A treeI got back to Chiang Mai earlier this week, feeling both exhausted and more than a little sad. This past month has been a tough one for me and I’m still grieving the loss of my beloved Uncle. Just before I got the news that saw me flying back to the UK, my life in Chiang Mai was the closest it’s ever got to perfect. Coming back this week and seeing my world through the filter of loss has seen everything look differently.

What first got me thinking about perspective was a couple of hours spent walking around the city the morning after I got back. When I first arrived in Chiang Mai back in July, I rented a motorbike on my first day here and as such have never actually walked around the city. Walking around, I saw things that I’d never seen before. Sure some of the key landmarks were familiar but I was seeing the streets I used to speed down on my motorbike from a totally new perspective. I saw details for the first time and at points I even struggled to work out where I was, even though I was walking along streets I’d driven down every day for months.

Thinking about this change of perspective made me consider the change in perspective I was feeling at a deeper level. Losing someone I love has made me reconsider everything. All my plans, beliefs, ideas suddenly don’t feel as set in stone or as obviously important as they once did – I take none of what I had before my Uncle’s death for granted and it’s clear that my emotional state has been much changed. Before I left Chiang Mai I felt contented and carefree, on returning I’ve felt heavy-hearted and a little lost.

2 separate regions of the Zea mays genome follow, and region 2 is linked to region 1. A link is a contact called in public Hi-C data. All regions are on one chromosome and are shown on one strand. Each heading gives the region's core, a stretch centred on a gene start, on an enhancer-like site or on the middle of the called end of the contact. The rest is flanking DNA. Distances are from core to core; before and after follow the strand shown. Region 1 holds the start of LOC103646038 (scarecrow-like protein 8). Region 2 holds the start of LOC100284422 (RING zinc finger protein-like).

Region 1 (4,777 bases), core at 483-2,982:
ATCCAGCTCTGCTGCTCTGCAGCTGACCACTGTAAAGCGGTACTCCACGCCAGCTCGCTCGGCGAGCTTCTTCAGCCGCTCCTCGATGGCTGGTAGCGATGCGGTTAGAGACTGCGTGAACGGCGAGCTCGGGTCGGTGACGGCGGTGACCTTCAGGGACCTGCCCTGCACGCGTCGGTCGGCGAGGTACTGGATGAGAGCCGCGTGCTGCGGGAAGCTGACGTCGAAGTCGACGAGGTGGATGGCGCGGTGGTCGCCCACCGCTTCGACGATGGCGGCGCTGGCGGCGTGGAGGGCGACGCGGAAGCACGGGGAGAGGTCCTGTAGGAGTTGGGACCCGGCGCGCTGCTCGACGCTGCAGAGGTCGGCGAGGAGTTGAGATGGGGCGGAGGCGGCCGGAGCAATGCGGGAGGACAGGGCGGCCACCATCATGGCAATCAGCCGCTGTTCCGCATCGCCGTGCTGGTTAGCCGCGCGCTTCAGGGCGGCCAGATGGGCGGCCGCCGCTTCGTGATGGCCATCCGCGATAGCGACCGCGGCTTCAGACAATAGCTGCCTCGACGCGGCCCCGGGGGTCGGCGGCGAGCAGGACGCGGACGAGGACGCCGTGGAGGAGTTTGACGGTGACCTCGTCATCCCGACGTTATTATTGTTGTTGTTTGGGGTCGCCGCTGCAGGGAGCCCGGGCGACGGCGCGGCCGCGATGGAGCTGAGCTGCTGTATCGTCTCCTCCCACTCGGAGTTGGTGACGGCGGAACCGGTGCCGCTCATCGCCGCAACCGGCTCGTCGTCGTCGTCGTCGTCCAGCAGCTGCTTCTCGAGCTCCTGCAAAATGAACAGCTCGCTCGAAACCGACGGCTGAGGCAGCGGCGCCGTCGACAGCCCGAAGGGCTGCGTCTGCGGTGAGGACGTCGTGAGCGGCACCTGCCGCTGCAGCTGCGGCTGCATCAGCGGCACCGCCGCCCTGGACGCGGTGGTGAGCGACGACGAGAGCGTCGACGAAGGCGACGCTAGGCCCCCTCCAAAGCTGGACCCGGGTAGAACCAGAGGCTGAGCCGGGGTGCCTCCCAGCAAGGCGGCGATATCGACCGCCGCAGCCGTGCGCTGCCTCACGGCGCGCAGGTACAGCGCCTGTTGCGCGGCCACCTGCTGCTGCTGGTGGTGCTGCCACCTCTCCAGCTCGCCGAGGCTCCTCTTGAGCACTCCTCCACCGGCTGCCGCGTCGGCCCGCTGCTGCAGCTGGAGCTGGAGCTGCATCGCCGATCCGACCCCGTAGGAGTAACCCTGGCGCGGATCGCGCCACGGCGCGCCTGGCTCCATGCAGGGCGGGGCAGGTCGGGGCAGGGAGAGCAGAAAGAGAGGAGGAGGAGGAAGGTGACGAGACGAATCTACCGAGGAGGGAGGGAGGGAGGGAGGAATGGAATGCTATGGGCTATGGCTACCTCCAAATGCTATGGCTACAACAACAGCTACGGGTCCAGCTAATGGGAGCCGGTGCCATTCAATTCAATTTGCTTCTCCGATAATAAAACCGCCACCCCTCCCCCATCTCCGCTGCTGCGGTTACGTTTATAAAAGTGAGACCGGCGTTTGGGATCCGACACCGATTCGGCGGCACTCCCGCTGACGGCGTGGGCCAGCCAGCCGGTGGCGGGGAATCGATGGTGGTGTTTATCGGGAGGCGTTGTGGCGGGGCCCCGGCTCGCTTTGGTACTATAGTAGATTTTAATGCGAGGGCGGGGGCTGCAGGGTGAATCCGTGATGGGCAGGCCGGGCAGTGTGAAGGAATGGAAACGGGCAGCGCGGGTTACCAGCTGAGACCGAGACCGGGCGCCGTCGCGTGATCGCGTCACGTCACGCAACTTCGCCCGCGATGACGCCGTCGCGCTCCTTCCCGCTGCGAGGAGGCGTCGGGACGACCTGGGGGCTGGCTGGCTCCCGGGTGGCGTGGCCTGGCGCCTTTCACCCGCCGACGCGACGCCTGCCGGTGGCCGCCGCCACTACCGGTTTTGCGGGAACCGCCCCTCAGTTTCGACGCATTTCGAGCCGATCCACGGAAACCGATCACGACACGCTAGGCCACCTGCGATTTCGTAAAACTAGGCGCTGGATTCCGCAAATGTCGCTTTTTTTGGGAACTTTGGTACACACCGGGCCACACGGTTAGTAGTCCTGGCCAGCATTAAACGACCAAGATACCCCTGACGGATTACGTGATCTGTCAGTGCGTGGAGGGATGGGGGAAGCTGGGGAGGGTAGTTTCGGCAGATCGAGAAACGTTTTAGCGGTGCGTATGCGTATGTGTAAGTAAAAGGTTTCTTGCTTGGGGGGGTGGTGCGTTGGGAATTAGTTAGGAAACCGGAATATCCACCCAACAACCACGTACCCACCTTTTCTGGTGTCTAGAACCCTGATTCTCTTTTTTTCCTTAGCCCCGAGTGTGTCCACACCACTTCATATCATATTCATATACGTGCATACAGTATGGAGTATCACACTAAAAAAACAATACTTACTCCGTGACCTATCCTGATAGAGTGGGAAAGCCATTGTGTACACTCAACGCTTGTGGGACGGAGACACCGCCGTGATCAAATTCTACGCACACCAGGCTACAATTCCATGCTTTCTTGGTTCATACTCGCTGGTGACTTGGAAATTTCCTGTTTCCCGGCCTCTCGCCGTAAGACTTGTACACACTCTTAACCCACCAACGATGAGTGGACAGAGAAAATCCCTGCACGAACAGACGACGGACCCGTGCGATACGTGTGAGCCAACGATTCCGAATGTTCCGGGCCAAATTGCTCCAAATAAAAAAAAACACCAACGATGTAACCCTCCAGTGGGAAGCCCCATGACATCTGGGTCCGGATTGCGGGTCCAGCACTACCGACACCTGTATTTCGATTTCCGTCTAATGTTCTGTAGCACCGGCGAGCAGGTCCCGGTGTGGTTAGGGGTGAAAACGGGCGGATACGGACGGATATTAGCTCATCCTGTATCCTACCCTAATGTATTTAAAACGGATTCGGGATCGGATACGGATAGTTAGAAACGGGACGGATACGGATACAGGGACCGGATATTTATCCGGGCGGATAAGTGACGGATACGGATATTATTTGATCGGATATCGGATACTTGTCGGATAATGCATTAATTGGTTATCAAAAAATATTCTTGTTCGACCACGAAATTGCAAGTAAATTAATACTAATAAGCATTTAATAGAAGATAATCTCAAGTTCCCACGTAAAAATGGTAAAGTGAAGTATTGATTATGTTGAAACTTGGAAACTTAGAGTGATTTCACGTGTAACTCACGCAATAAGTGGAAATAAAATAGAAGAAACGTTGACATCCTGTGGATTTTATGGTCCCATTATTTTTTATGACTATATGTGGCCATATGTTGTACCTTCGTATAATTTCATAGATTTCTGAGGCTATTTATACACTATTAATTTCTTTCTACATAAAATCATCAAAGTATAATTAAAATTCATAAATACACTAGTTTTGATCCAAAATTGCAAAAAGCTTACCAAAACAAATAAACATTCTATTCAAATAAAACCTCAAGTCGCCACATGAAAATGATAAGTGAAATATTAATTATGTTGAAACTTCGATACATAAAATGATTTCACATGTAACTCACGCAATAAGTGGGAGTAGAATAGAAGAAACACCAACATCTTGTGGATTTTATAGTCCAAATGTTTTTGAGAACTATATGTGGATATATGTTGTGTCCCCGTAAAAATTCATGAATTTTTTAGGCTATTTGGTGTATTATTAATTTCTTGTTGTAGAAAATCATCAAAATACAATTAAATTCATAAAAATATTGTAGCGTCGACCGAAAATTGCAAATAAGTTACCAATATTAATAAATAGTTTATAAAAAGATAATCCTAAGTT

Just as I had started to adjust to this new perspective, I went for lunch at my favourite place to eat and started a book I had taken from my Uncle’s collection. The book is called Only Fear Dies: A Book of Liberationand it was written by one of my Uncle’s favourite spiritual teachers — Barry Long.  I read a Chapter called ‘The Truth of Life on Earth’ and in it Long spelt out that truth as the following: You have no right to be unhappy—ever.

Considering how unhappy I was feeling, I was intrigued and continued to read. The chapter was enlightening and any Buddhist shrinesummary I could give you would do it no justice (I highly recommend reading the book). Barry Long’s words made me realise that we choose to be unhappy, we cling to unhappiness because we love it and if we didn’t then we would surely let it go. A few years ago I had a light bulb moment when I realised that we can choose happiness, how funny that it’s taken me so long to realise that this is also true of unhappiness.

“You are life itself, personified on earth. And you are life all the time, behind the incessant ups and downs of the personality — not just some of the time. Life does not change or pass away. Life goes on. Has there ever been a moment when you did not go on, when you did not get through even the direst crisis? Of course not. Life is good because life is true. And it is every moment — once you surrender the right to be unhappy.” ~ Barry Long

And with that half an hour sat reading in a beautiful garden in Chiang Mai, my perspective had shifted once again. Instead of choosing to focus on loss and my pain at losing someone from the past, I’ve been consciously choosing to feel grateful. Grateful for the time I had with my Uncle and grateful that his influence on my life and his wisdom are ever-present.  Slowly but surely I’m feeling less lost and more peaceful day by day.

I know that at some point this melancholy will subside completely. I’m a naturally happy and optimistic person and I know that sadness is not a cloak I can wear for too long. I also know that when the time comes to let go of my pain, it will be as a result of changing my perspective. It’s my believe that we are all capable of changing our lives by changing our perspective, if we only put our minds to it and believe that we can.

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